"Smokey, this not 'Nam. This is bowling. There are rules." - The Big Lebowski
I've always associated bowling with Miller Lite, cigarettes, and the 50s. And when I visualize this picture, I can't help but think that everybody who goes bowling also votes Republican. It's like candy corn and carnivals. But is there really something about throwing a ball down a lane that makes you want to give your soul to the devil? Just kidding, but seriously, that's what this Tuesday Statisticz is set to find out.
I figured that the best way to do it would be to compare states. So I found the number of bowling alleys in each state (here), and the number of people that voted for Bush compared to Kerry for each state in 2004 (here). First, here's the states with the most bowling alleys per capita:
There are 4 levels here: the states with less than 1.5 bowling alleys per 100,000 people (like California) are clear, the states with 1.5 to 3 bowling alleys per 100,000 (like Maine) are grey, the states with 3 to 4.5 bowling alleys per 100,000 (like Wisconsin) are dark grey, and the state with more than 4.5 bowling alleys per 100,000 people (like North Dakota) are dark green. I know it's hard to tell the difference between dark grey and grey, but squint for me, this map was hard to make and I can't figure out how to fix it.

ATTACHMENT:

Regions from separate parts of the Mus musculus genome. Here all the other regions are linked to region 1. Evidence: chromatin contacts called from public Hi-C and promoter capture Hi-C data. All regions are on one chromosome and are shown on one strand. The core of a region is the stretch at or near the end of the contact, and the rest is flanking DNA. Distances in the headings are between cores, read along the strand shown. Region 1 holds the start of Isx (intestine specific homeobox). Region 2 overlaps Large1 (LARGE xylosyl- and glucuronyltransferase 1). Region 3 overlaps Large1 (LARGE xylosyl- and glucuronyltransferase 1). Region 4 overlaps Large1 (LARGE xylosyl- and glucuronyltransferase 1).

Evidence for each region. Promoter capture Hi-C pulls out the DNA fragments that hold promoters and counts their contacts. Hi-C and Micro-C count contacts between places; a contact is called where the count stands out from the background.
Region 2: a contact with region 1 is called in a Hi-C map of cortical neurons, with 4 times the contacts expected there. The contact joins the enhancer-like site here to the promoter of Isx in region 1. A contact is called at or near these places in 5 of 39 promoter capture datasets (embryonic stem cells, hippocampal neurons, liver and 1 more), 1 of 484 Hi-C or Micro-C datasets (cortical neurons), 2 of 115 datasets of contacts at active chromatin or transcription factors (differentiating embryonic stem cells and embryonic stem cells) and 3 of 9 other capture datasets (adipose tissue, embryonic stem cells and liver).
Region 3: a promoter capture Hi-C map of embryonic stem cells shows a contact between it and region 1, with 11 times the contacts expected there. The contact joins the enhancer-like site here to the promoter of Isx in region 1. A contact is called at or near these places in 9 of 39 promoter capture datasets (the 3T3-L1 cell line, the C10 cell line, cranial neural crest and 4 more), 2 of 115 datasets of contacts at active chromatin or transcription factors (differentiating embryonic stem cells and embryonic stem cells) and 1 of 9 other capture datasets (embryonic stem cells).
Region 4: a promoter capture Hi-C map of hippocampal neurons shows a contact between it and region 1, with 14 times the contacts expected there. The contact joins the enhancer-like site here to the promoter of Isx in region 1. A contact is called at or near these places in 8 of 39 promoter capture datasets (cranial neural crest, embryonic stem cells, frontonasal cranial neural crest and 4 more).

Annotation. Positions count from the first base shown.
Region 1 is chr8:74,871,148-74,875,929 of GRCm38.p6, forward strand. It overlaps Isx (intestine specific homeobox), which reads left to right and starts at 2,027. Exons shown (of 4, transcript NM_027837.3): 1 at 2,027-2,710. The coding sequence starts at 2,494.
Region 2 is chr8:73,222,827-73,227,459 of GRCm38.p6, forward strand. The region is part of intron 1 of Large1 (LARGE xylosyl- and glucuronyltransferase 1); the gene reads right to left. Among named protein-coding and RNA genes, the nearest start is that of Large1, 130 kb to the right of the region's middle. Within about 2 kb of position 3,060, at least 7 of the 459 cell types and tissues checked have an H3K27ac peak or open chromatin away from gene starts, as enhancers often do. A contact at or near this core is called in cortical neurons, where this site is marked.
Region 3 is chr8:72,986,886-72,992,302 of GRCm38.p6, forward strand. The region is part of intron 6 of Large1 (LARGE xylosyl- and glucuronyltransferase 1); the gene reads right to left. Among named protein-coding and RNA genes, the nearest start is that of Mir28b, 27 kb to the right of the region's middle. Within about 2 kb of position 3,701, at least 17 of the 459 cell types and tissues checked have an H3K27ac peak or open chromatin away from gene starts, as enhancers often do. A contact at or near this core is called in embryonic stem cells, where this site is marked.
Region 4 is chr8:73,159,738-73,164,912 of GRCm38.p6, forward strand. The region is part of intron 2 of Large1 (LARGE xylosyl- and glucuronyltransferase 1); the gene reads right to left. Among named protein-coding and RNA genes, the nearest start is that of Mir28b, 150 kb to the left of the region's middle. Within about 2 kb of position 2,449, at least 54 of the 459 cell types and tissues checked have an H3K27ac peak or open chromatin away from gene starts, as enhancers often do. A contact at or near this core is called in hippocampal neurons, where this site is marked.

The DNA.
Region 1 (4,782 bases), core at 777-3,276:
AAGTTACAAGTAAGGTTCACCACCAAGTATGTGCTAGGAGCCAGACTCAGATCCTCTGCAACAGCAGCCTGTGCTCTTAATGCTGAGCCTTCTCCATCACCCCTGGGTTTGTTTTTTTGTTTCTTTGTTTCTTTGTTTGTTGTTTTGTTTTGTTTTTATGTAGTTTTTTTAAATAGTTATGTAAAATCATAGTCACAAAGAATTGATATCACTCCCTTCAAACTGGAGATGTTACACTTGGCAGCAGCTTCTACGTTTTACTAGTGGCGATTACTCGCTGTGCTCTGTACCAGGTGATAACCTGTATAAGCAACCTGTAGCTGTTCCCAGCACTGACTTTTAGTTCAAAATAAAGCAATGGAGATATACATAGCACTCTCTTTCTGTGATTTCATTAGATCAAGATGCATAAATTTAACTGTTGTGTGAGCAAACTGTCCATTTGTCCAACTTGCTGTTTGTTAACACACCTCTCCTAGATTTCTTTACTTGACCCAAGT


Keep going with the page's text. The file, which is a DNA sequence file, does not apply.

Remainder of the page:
Next, we have the presidential voting by state in 2004. We've all seen this graph more than we've seen Jamie-Lynn Spears's boyfriend, so I tried to spice it up a little bit:
There are technically 5 levels here: dark blue states that voted more than 57% for Kerry (NY, a few other in the Northeast), light blue for states that voted between 57 and 52% for Kerry (ie, Hawaii), white for states that were "toss-ups" between 48-52%, darker red for states that voted more than 52% for Bush (like Florida), and light red for states that went predominantly for Bush (like Texas). I know that it is hard to tell the difference between dark blue and light blue, but I wanted somehow to differentiate between states that really went for a candidate and states where the populace didn't have a serious preference.
Looking at the maps, do you think that there is a correlation? Think of your answer now, I don't want any hindsight bias on my conscience.
Here's the scatterplot for votes versus bowling alleys, along with a best fit line:
It's tempting to look at the r squared value and assume that there is a pretty good correlation. But we can do better than that, and use an actual measure of significance. I found that the result was indeed significant (p < .01, t = 3, two tails, df = 48). The effect size at 0.148 isn't humongous, but it is almost certainly nonrandom. The amount of bowling alleys per capita in a state does account for a positive correlation with the number of people that will vote Republican in that state.
There are a lot of different possible third variables that could be at play here, including average temperature (notice how the bowling alleys are mostly in the North?) and distance from a major ocean (where there may be other distractions). But somebody else will have to do those regressions. I'm off to drink a White Russian.
(Thanks to Andy Eggers for providing the R code for these maps.)